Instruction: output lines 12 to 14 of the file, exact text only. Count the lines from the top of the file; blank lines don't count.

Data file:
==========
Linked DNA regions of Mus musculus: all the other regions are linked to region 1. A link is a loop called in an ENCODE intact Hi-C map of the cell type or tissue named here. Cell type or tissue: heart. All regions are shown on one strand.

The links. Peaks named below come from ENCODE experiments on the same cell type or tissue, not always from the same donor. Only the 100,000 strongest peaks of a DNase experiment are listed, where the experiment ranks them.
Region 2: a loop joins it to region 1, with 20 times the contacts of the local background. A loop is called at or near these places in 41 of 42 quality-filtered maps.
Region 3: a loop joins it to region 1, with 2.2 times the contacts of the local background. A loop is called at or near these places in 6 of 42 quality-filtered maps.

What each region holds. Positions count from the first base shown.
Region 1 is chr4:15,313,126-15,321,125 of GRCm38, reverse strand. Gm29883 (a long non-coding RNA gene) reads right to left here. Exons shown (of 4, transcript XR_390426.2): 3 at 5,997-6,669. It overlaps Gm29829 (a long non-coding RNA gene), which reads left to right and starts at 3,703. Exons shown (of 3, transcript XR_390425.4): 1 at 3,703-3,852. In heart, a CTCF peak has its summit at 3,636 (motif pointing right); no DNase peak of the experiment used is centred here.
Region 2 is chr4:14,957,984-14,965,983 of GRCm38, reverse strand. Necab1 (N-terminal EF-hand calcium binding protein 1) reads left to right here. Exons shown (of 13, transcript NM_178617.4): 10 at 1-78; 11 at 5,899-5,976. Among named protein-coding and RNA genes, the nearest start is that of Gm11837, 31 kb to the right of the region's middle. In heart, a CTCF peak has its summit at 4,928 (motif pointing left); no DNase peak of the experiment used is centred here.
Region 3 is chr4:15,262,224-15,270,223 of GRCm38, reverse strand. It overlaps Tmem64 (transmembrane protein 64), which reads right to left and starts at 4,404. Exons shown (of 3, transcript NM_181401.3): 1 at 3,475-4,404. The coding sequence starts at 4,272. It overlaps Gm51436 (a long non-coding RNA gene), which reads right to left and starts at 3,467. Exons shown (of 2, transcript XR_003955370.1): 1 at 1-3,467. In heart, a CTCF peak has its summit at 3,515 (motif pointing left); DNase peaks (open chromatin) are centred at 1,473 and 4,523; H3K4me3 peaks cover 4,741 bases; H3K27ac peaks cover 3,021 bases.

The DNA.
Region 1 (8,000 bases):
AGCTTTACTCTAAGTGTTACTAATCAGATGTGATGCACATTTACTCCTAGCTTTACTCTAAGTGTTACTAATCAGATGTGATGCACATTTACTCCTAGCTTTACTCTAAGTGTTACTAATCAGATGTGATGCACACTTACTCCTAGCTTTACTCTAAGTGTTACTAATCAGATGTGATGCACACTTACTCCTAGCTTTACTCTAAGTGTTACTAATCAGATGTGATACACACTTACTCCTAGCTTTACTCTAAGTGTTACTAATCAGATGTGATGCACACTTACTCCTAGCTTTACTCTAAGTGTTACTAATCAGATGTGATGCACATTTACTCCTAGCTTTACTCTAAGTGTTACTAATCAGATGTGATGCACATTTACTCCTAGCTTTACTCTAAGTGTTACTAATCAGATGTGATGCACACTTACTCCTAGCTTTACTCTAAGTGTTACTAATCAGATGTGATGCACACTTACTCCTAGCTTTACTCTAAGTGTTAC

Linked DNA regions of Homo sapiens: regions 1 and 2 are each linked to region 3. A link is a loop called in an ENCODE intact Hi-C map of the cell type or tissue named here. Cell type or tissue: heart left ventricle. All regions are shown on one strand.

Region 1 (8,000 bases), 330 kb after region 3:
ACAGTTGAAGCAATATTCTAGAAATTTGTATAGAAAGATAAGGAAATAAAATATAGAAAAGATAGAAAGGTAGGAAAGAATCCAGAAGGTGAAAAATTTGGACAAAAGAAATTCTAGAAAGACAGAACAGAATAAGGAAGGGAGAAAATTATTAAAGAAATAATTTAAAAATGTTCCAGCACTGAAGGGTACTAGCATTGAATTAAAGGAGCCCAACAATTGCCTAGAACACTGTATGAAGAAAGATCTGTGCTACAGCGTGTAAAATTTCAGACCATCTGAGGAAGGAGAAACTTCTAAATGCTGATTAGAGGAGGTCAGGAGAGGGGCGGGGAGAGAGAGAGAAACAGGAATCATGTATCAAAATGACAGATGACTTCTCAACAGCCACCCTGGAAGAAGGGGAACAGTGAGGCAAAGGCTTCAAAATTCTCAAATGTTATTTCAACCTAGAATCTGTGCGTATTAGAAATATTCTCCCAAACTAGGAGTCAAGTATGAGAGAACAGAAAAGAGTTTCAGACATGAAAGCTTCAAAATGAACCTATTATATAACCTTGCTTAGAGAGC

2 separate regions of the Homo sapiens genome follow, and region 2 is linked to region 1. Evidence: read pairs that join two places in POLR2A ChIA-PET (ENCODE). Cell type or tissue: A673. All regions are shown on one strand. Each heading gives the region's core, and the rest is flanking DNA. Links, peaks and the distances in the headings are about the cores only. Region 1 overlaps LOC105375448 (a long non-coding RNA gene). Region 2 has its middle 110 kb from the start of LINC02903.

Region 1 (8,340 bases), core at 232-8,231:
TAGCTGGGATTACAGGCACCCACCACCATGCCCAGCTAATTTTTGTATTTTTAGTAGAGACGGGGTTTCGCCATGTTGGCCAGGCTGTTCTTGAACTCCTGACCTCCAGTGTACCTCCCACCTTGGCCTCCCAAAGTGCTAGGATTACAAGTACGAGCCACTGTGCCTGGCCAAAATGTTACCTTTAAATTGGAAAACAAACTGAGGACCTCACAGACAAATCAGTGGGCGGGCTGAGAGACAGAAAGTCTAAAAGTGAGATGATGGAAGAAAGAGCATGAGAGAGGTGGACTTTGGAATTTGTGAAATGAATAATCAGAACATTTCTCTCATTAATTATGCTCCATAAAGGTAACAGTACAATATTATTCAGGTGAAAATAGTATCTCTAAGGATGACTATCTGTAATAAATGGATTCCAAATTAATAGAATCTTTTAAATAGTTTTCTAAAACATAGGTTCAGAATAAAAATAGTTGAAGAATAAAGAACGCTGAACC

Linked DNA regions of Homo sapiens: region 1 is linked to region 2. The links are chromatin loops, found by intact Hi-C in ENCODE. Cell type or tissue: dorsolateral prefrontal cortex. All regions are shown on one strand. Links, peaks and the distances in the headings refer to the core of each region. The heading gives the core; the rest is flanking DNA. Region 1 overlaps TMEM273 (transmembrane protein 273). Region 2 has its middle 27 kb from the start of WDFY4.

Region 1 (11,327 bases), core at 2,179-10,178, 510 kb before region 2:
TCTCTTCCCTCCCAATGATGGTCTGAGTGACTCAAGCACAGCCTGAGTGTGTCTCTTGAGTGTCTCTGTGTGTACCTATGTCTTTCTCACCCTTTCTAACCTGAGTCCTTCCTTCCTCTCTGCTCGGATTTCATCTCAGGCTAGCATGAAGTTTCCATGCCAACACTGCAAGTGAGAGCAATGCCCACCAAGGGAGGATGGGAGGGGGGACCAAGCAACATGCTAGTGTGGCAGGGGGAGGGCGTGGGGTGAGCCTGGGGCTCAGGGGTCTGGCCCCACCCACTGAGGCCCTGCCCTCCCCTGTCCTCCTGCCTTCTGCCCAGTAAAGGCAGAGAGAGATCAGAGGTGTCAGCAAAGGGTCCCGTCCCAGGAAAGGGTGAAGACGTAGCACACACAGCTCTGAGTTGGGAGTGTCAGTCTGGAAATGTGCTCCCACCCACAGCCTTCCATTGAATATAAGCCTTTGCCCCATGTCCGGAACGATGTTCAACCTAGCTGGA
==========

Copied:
Linked DNA regions of Homo sapiens: regions 1 and 2 are each linked to region 3. A link is a loop called in an ENCODE intact Hi-C map of the cell type or tissue named here. Cell type or tissue: heart left ventricle. All regions are shown on one strand.

Region 1 (8,000 bases), 330 kb after region 3:
ACAGTTGAAGCAATATTCTAGAAATTTGTATAGAAAGATAAGGAAATAAAATATAGAAAAGATAGAAAGGTAGGAAAGAATCCAGAAGGTGAAAAATTTGGACAAAAGAAATTCTAGAAAGACAGAACAGAATAAGGAAGGGAGAAAATTATTAAAGAAATAATTTAAAAATGTTCCAGCACTGAAGGGTACTAGCATTGAATTAAAGGAGCCCAACAATTGCCTAGAACACTGTATGAAGAAAGATCTGTGCTACAGCGTGTAAAATTTCAGACCATCTGAGGAAGGAGAAACTTCTAAATGCTGATTAGAGGAGGTCAGGAGAGGGGCGGGGAGAGAGAGAGAAACAGGAATCATGTATCAAAATGACAGATGACTTCTCAACAGCCACCCTGGAAGAAGGGGAACAGTGAGGCAAAGGCTTCAAAATTCTCAAATGTTATTTCAACCTAGAATCTGTGCGTATTAGAAATATTCTCCCAAACTAGGAGTCAAGTATGAGAGAACAGAAAAGAGTTTCAGACATGAAAGCTTCAAAATGAACCTATTATATAACCTTGCTTAGAGAGC